Bill McKibben


Bill McKibben is an author and environmentalist who in 2014 was awarded the Right Livelihood Award, sometimes called the “alternative Nobel Prize.” His 1989 book The End of Nature is regarded as the first book for a general audience about climate change, and has appeared in twenty-four languages; he has gone on to write a dozen more books. He is a founder of, the first planet-wide grassroots climate change movement, and Foreign Policy named him to their inaugural list of the world’s 100 most important global thinkers. The Schumann Distinguished Scholar in Environmental Studies at Middlebury College and a fellow of the American Academy of Arts and Sciences, he was the 2013 winner of the Gandhi Prize and the Thomas Merton Prize, and holds honorary degrees from eighteen colleges and universities. A former staff writer for the New Yorker, he writes frequently for a wide variety of publications including the New York Review of Books, National Geographic, and Rolling Stone. He lives with his wife in the mountains above Lake Champlain, where he spends as much time as possible outdoors.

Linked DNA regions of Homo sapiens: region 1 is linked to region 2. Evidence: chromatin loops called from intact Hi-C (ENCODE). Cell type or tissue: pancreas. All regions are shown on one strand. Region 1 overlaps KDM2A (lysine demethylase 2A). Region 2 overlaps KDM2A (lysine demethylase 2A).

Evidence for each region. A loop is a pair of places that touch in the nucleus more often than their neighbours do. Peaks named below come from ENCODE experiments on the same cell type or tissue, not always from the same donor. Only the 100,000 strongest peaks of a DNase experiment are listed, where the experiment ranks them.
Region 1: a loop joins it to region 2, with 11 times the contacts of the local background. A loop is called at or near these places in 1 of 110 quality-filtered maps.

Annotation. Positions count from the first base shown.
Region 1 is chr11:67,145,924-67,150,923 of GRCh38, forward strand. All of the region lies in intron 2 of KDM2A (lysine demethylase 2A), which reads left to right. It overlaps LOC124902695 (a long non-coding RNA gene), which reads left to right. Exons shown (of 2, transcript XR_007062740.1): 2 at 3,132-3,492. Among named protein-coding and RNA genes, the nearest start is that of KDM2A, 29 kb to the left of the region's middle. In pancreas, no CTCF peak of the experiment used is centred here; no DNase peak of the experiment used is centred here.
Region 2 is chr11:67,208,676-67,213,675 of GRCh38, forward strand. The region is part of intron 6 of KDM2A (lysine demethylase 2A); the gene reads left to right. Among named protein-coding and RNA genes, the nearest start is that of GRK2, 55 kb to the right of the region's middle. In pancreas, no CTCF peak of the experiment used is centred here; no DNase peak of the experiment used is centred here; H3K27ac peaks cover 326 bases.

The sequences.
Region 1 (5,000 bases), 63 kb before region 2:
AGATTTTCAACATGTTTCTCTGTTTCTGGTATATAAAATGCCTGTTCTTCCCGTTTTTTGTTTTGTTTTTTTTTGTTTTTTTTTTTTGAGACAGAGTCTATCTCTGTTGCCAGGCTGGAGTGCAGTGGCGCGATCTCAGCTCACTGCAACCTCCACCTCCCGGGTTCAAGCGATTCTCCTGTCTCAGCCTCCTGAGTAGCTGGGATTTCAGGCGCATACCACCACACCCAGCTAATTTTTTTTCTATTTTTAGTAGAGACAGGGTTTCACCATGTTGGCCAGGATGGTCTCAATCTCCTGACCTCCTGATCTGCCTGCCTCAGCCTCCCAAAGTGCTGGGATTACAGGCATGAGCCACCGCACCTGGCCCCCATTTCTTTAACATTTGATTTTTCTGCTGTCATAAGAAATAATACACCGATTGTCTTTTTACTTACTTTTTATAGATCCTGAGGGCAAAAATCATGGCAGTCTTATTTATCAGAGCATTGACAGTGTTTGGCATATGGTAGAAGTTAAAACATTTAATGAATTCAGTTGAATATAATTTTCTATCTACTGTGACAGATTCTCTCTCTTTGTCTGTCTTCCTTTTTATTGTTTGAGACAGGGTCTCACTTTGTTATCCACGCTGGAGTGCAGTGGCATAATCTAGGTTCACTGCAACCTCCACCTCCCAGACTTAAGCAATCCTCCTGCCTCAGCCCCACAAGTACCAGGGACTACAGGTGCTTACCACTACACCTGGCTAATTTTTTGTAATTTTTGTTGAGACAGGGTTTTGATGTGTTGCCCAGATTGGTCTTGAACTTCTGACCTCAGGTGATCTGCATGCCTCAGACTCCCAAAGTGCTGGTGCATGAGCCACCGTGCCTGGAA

Life on the Internet means two opposing realities. One, the bedrock solipsism of the experience. This is for you, and you only. You follow your own series of clicks down your own warren of trails, a path no one else will ever follow exactly. You’ve shaped your own feeds to reflect your own beliefs and persuasions, and hence they now reflect that back at you. Even the TV was a river with relatively few channels—three, in my youth. There was unavoidable sharing and overlap. But the Internet is a delta with endless braided rivulets and streams. You are by yourself. And yet you are also never alone, never unoccupied. The clicking never ceases—


Some of my favorite people on earth are in this book,
Dear writers and grand spirits.

Annie Dillard